If you regularly cut back on sleep, know that you’re potentially missing out on some easy wins for your weight loss efforts! In fact, did you know a lack of sleep can be undermining your fat loss goals?
Gone are the days when a lack of sleep was seen as being committed to your goals – nowadays, it’s all about optimising quality and quantity of sleep. After all, sleep is your ultimate ally in hormonal health and keeping away from eating those naughty snacks during the mid-afternoon slump!
What do the studies stay?
A study that compared two overweight groups on 1450 calories a day (a deficit). The group who slept for 8.5 hours a night ended up with half of their weight loss being fat. The group who slept only 5.5 hours had only one-quarter of their weight loss as fat. They also lost more muscle!
Another study measured results when sleep was reduced by just an hour each night for five nights of the week. It found similar results to the study above, and concluded that ‘catch up’ sleep on the weekends isn’t enough to make up for sleep deprivation during the week.
In yet another study, women who slept five hours or less per night had a 15% higher risk of being obese, compared to those who had seven hours of shut-eye. This was a study with around 60,000 followed for 16 years!
Your hunger hormones and sleep:
Sleep deeply influences your appetite hormones, without you even knowing it!
Leptin is a hormone that helps to regulate your eating – it decreases appetite, so you know when to put the fork down. By promoting feelings of fullness, you can keep your weight in check. Ghrelin is the troublesome one that tends to be stimulated more with lack of sleep – it’s your ‘hunger hormone’, turning on that hungry switch.
The combination of higher ghrelin and lower leptin means that you’re going to be feeling hungrier, and be less likely to have the willpower to commit to your calorie controlled diet. You’re also more susceptible to delicious calorie-dense, sugary and fatty foods!
Your metabolism and sleep:
Sleep is also important to regulate your metabolism. Did you know that by skimping on your sleep quality and quantity, you can be negatively affecting your metabolism?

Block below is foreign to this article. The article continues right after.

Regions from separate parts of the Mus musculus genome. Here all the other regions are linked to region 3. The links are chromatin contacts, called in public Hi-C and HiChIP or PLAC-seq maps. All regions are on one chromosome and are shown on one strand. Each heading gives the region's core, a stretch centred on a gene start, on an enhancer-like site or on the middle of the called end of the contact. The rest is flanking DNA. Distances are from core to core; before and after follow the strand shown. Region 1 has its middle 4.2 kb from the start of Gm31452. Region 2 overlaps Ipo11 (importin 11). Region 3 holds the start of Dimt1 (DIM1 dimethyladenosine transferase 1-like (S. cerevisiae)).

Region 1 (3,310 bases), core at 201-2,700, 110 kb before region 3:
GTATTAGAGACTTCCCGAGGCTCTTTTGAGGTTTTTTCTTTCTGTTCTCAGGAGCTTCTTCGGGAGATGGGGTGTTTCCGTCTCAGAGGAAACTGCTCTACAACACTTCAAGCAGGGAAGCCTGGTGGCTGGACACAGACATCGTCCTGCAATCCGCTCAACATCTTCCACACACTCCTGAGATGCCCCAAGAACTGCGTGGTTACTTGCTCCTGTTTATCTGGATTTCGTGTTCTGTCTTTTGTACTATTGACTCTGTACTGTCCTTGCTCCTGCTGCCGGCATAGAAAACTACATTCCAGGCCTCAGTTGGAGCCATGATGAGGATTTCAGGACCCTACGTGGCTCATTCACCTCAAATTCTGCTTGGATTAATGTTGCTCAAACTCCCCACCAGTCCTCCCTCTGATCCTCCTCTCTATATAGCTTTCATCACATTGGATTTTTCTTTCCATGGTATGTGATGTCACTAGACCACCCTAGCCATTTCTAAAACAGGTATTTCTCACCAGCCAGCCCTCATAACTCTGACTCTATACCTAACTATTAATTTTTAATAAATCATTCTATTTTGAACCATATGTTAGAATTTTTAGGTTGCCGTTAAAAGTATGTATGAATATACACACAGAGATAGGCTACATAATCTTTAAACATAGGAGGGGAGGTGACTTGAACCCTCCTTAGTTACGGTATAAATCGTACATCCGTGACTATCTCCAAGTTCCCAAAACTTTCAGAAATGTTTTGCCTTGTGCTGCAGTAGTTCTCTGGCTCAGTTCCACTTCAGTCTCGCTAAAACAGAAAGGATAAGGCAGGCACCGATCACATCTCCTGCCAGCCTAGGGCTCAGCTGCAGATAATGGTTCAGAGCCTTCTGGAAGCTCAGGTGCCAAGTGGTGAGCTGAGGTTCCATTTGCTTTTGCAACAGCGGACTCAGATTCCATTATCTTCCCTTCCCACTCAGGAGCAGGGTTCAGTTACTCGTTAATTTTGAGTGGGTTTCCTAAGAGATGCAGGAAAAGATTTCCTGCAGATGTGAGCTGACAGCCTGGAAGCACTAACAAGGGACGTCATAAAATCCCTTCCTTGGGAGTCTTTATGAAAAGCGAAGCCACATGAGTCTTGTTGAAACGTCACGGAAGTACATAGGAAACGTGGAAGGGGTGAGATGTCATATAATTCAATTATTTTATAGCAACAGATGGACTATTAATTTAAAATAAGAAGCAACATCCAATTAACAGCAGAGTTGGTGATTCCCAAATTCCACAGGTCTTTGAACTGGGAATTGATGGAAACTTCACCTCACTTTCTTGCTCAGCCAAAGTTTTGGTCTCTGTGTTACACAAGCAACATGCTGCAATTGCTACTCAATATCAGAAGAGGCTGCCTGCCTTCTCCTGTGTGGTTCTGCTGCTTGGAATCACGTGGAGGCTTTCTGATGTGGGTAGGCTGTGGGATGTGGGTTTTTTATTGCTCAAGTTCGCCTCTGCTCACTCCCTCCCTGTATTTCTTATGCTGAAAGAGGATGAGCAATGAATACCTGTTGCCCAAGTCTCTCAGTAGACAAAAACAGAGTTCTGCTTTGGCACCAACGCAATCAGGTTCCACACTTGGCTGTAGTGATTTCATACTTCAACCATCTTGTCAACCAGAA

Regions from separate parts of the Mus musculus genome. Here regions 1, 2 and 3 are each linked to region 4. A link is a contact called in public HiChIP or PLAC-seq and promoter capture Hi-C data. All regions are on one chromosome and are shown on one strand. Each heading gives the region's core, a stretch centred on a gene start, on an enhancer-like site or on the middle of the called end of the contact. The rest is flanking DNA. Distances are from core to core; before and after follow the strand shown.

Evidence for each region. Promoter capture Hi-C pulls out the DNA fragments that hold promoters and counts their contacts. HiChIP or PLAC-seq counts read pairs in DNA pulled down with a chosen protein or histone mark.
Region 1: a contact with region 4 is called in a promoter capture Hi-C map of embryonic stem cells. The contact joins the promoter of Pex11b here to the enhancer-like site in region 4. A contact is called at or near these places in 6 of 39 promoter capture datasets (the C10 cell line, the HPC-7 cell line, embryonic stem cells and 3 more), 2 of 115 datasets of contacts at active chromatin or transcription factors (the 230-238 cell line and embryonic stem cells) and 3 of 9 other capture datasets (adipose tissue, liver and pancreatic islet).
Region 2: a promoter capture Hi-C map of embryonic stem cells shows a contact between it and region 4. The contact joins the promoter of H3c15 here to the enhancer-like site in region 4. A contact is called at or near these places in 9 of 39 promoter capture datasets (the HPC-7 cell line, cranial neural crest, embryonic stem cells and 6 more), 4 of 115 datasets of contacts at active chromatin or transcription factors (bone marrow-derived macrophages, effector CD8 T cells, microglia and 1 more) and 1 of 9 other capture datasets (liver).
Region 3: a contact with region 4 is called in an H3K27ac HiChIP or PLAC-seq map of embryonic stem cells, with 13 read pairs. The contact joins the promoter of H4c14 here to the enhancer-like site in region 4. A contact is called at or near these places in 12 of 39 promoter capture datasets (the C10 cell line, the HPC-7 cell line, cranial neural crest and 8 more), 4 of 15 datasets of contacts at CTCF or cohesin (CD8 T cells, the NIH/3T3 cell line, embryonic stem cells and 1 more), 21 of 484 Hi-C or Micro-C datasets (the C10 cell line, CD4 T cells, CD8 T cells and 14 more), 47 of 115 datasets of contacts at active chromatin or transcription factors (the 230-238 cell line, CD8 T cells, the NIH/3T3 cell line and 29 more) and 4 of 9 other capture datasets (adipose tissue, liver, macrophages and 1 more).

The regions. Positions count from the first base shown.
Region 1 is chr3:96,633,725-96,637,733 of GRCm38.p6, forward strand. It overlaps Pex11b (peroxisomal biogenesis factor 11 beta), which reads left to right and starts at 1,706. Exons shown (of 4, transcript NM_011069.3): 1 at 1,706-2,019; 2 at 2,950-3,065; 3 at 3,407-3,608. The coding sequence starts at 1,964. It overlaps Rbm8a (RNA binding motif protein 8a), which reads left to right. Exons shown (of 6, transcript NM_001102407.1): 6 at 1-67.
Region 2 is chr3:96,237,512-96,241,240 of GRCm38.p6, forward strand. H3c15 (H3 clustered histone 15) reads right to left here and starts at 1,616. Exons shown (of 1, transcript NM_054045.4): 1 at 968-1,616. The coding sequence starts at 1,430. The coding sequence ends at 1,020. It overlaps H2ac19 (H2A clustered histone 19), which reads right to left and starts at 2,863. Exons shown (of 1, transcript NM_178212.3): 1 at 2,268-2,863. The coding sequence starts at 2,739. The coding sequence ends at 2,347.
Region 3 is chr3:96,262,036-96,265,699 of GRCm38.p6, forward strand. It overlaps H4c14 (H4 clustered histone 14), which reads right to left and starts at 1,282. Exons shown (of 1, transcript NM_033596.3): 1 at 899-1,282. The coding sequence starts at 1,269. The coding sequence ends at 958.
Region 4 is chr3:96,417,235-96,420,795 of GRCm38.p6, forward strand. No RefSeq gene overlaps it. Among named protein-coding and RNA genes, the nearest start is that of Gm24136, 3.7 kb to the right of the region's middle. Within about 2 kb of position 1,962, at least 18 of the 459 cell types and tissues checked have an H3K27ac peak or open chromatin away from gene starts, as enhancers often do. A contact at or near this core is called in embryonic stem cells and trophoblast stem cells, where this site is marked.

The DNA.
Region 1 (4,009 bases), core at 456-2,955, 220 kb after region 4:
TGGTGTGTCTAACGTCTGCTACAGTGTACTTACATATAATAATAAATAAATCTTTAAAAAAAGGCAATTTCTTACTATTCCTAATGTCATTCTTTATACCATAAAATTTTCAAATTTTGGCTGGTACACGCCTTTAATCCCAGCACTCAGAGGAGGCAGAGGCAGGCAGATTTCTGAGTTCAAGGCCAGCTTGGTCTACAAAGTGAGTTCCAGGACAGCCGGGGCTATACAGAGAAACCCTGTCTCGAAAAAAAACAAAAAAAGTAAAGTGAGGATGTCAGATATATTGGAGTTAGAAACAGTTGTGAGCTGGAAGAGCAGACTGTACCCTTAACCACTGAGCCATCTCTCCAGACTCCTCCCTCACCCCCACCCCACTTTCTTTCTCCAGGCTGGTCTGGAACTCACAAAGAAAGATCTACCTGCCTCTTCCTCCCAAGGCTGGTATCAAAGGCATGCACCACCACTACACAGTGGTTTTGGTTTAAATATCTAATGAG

When you eat, your body releases insulin, which assists to process the glucose in your blood. Insulin management is not only important for your waist line, but a host of health issues too. Having sleep deprivation can impair your body's response to glucose. For example, a scientific study showed that after only one night of sleep deprivation (less than four hours of sleep), the participants had an impaired insulin response. Pair this heightened insulin resistance with those cravings for hyper-palatable snacks and you have a recipe for fat loss failure!
The solution is clear – get a better sleep! It could be the best ‘fat loss pill’ you’ll ever take. Remember that when trying to lose fat, you also need to be in a calorie deficit – more sleep won’t work on it’s own! If you’re struggling to get extra shut-eye, know that by making it a priority, you can start to have deeper sleeps and more energising days.
Tips on getting a better sleep tonight:
Start a sleep schedule – go to bed and wake up at the same time
Shut off electronics at least 30 minutes before you go to bed
Make sure that you eat your last meal 2-3 hours before bed
Don’t drink too much water close to bedtime
Avoid caffeine after 12pm
Avoid alcohol late at night – it might help you get to sleep, but it’ll lead to a more disturbed rest!
Spend time relaxing before bed – do light reading, stretch, meditate, or a gratitude practice
Keep a journal so you’re writing down everything that bothers you before you put your head on the pillow
Keep the temperature in the room between 16-19 degrees Celsius
Think of sleep like nutrition for your brain! By making tweaks to your sleep habits, you can not only start to feel great every day (and not reliant on caffeine!), you will have the ultimate tool for successful fat loss. Go to the gym at least 2-3 times per week, make sure you're active every day, and eat whole foods that your body needs to perform at its best. If you're sleeping less than 7 hours per night, make it a priority, and take note of how your eating habits and energy improve!
Acpjournals.org. 2020. Insufficient Sleep Undermines Dietary Efforts To Reduce Adiposity | Annals Of Internal Medicine. [online] Available at:
Emma Sweeney and Ian Walshe, T., 2020. Why Sleep Is So Important For Losing Weight, According To Researchers. [online] ScienceAlert. Available at:
PatelSR, Malhotra A, White DP, Gottlieb DJ, Hu FB. Association between reduced sleep and weight gain in women. Am J Epidemiol.2006; 164:947-54.
The Nutrition Source. 2020. Sleep Deprivation And Obesity. [online] Available at: